distract

[ dih-strakt ]
/ dɪˈstrækt /

verb (used with object)

to draw away or divert, as the mind or attention: The music distracted him from his work.
to disturb or trouble greatly in mind; beset: Grief distracted him.
to provide a pleasant diversion for; amuse; entertain: I'm bored with bridge, but golf still distracts me.
to separate or divide by dissension or strife.

adjective

Obsolete. distracted.

Nearby words

  1. distortedly,
  2. distortion,
  3. distortion aberration,
  4. distoversion,
  5. distr.,
  6. distracted,
  7. distracted driving,
  8. distractibility,
  9. distracting,
  10. distraction

Origin of distract

1350–1400; Middle English < Latin distractus (past participle of distrahere to draw apart), equivalent to dis- dis-1 + trac- (variant stem of trahere to draw) + -tus past participle suffix

Related forms
Dictionary.com Unabridged Based on the Random House Unabridged Dictionary, © Random House, Inc. 2019

Examples from the Web for distract


British Dictionary definitions for distract

distract

/ (dɪˈstrækt) /

verb (tr)

(often passive) to draw the attention of (a person) away from something
to divide or confuse the attention of (a person)
to amuse or entertain
to trouble greatly
to make mad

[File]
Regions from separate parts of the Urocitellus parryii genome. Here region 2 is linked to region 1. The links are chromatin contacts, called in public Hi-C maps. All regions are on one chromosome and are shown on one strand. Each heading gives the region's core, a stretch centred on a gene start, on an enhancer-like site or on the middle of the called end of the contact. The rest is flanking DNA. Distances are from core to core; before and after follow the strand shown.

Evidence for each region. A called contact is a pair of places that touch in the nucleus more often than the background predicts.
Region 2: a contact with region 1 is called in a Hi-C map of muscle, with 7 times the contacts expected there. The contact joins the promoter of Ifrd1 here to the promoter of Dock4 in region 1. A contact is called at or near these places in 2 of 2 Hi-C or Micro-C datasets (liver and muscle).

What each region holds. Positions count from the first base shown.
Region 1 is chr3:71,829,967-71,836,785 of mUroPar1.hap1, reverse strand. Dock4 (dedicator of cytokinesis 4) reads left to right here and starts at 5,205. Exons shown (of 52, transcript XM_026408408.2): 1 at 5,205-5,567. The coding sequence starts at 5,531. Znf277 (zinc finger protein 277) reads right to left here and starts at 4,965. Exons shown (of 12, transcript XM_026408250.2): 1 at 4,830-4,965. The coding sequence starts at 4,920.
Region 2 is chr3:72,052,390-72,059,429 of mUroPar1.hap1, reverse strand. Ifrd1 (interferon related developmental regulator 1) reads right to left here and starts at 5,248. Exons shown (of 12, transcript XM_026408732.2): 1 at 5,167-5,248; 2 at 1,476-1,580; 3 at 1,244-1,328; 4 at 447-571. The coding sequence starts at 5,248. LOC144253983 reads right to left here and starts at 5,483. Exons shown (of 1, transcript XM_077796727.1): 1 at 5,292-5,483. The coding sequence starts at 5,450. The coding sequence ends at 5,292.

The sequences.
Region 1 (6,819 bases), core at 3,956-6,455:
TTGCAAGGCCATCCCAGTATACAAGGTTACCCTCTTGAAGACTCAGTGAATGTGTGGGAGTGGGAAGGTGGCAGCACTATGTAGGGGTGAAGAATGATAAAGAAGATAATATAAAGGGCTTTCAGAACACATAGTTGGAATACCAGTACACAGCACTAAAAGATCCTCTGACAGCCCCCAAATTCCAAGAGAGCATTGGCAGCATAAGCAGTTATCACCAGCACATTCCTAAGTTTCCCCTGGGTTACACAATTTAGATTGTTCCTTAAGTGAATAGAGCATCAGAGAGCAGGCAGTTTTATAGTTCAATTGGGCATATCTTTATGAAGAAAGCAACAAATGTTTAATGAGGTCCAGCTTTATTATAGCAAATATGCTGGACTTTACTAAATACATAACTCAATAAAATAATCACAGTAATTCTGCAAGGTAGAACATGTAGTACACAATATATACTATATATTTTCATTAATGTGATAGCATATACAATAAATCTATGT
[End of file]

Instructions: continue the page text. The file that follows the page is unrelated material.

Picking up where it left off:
Derived Forms

Word Origin for distract

C14: from Latin distractus perplexed, from distrahere to pull in different directions, from dis- 1 + trahere to drag

Collins English Dictionary - Complete & Unabridged 2012 Digital Edition © William Collins Sons & Co. Ltd. 1979, 1986 © HarperCollins Publishers 1998, 2000, 2003, 2005, 2006, 2007, 2009, 2012

Word Origin and History for distract

distract

v.

mid-14c., "to draw asunder or apart, to turn aside" (literal and figurative), from Latin distractus, past participle of distrahere "draw in different directions," from dis- "away" (see dis-) + trahere "to draw" (see tract (n.1)).

Sense of "to throw into a state of mind in which one knows not how to act" is from 1580s. Related: Distracted; distracting; distractedly; distractedness.

Online Etymology Dictionary, © 2010 Douglas Harper